Stephen G. Cobb - Florida Criminal Defense Lawyer

What Factors Can Impact DUI Cases In Florida?


What Are The Laws In Florida That Address Drivers With A BAC Below The Legal Limit?

The politicians in Tallahassee have made it so that if someone under the drinking age blows into the Breathalyzer, even though their blood alcohol level is much lower than the legal limit they can be charged with a DUI. Commercial vehicle driver’s license holders have additional restrictions as well. It is very easy to lose a commercial driver’s license with DUI related cases.

Additionally, although it makes a case much harder to prove, a BAC result below 0.08 does not automatically means someone wins. If the breath test reading is between 0.05 and below 0.08, then there is no legal presumption of impairment.

How Often Are Illegal Or Prescription Drug DUI Cases Seen Versus Alcohol? Which Case Seems To Be Harder To Defend?

DUI cases with prescription and illegal drugs are on the rise. There is definitely an increase seen in more marijuana related DUIs as well. The problem with marijuana related DUI or any drug related DUI is that there is not a specific standard that constitutes impairment. Here’s how that plays out in someone’s case:

Someone is breath tested at the jail after a DUI arrest and it comes up zero. The next thing that happens is that the officer will ask for a urine test to screen for drugs. The results won’t come back for weeks, but you are locked up and have to stay overnight. When you see a judge in the morning, you have been charged with a DUI because the police are convinced prescription drugs or illegal drugs are going to come back in the blood work. Frankly, I think that there should be a warrant requirement and the person should be released pending the results of the drug screen.

Some drugs digest in the body quickly, while others, such as marijuana do not. It can be detected for extremely long periods of time and if somebody has taken a hair sample, it can stay even longer. However, if someone smoked a joint three weeks ago, it’s not going to have any possible impact on their driving. But when it shows up as a positive drug test for the presence of an illegal drug, the state is going to try and ride that horse to the finish line arguing the person was high. Yet none of their experts can says how much of what drug in that person would cause impairment.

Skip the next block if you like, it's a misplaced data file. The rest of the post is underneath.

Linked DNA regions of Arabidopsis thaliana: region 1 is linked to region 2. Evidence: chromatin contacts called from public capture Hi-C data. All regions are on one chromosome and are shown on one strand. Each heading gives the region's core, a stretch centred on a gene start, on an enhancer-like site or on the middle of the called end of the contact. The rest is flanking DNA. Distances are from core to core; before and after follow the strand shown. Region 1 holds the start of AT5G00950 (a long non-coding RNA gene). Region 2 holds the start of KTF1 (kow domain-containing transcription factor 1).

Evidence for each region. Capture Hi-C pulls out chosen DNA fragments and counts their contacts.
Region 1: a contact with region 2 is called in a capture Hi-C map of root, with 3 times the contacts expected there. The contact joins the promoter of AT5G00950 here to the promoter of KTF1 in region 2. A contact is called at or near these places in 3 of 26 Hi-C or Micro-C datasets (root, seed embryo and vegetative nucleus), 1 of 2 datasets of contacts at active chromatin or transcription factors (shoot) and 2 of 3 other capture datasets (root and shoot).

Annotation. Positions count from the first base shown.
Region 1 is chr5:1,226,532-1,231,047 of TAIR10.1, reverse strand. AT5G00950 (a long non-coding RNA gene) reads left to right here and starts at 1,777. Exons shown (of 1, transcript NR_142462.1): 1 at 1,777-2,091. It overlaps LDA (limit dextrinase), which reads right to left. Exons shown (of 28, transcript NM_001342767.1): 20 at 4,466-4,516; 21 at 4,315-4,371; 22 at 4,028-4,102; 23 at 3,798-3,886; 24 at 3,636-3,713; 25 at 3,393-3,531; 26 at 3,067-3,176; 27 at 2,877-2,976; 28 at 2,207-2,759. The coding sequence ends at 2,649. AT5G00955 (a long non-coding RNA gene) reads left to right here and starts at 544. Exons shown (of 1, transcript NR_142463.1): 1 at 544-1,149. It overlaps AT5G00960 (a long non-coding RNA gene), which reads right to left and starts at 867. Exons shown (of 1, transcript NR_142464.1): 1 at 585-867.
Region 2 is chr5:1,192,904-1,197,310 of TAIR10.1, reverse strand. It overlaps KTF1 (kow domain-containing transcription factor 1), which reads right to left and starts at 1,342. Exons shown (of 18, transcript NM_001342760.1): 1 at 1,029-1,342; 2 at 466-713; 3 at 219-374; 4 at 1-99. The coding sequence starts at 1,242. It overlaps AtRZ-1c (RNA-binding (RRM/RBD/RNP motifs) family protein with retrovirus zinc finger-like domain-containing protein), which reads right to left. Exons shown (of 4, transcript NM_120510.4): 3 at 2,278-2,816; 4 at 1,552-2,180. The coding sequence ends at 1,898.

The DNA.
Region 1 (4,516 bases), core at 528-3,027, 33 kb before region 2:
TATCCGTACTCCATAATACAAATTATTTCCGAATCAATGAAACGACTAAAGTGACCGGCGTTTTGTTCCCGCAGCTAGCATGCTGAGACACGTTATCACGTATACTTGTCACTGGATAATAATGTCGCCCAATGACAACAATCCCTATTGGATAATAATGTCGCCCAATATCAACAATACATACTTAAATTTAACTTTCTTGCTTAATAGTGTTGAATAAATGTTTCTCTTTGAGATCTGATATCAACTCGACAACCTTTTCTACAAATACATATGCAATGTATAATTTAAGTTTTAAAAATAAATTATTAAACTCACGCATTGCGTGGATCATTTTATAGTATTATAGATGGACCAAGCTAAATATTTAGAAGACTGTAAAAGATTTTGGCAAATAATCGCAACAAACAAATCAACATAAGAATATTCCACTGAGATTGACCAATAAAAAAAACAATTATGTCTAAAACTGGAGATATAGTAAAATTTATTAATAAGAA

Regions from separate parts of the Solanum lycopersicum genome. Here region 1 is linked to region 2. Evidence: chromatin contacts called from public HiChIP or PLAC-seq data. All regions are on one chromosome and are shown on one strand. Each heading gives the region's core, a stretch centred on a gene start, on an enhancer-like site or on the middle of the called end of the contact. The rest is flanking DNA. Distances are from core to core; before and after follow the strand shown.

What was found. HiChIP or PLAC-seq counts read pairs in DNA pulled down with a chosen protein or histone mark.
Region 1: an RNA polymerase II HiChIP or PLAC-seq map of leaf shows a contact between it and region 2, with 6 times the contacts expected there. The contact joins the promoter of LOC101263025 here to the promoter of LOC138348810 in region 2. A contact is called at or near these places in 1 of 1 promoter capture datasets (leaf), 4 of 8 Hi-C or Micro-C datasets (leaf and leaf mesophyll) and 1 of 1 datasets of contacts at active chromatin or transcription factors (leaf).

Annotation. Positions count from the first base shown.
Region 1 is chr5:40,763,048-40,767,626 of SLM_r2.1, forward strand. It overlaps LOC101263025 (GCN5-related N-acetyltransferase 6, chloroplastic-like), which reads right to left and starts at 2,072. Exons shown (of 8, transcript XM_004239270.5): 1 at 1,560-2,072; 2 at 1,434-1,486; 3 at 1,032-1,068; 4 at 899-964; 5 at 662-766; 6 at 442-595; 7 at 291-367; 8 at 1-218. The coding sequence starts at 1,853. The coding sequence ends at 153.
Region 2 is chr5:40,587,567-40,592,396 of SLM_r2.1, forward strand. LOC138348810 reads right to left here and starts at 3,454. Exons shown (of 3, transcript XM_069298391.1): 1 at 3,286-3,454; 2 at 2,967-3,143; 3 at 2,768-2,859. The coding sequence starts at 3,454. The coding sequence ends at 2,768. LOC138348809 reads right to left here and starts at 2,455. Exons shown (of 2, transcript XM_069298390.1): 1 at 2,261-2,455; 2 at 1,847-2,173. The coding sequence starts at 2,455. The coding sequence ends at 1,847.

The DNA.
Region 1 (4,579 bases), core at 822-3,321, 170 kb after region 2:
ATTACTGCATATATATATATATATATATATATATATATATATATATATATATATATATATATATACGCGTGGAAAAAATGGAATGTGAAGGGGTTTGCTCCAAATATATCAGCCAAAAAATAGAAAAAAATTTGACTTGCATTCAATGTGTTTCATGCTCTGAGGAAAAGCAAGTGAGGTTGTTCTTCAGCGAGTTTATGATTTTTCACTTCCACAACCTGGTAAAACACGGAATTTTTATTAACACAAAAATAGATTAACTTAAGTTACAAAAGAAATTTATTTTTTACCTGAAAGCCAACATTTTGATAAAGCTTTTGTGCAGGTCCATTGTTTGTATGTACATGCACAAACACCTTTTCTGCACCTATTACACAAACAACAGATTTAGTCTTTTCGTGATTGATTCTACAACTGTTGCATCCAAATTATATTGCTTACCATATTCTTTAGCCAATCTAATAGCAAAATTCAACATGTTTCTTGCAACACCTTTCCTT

Some states like Colorado are looking into setting standards for how much of drug A constitutes an unlawful level for driving purposes and how much of drug B, drug C, etc., which is long overdue. Defending drug based DUIs is, as a general principle easier in some respects but more difficult in others. If you’re taking a case in an area where 80% of the voters are in favor of legalizing marijuana, then you have a much more favorable jury pool than you do in an area where 80% of the voters think marijuana is a gateway drug and will lead to stabbings at any moment. There is still a lot of reefer madness in this country, particularly in the smaller counties in Florida. So, it’s always a judgment call; each case is different.

The saddest thing I’m seeing with more frequency is a rise in cases where senior citizens with no criminal history at all are being charged with DUI with property damage. I’m convinced that the vast majority of these accidents are not due to drugs, they are due to advancing age. Expecting a 72 year old grandmother in poor health to stand on one leg and count to ten is ridiculous – they can’t do it, period. It doesn’t indicate impairment due to alcohol or drugs so much as it indicates this person can’t perform field sobriety tests or exercises designed for athletes. But politicians don’t care, they get sentenced to jail without their medications when they show up unrepresented, and I will do everything within my power to stop this abusive treatment of our most vulnerable citizens.

If you need information regarding Factors That Can Impact a DUI Case in Florida, call the criminal defense office of Stephen G. Cobb for a FREE Initial Consultation at (850) 466-1522 and get the information and legal answers you’re seeking.

Stephen G. Cobb, Esq.

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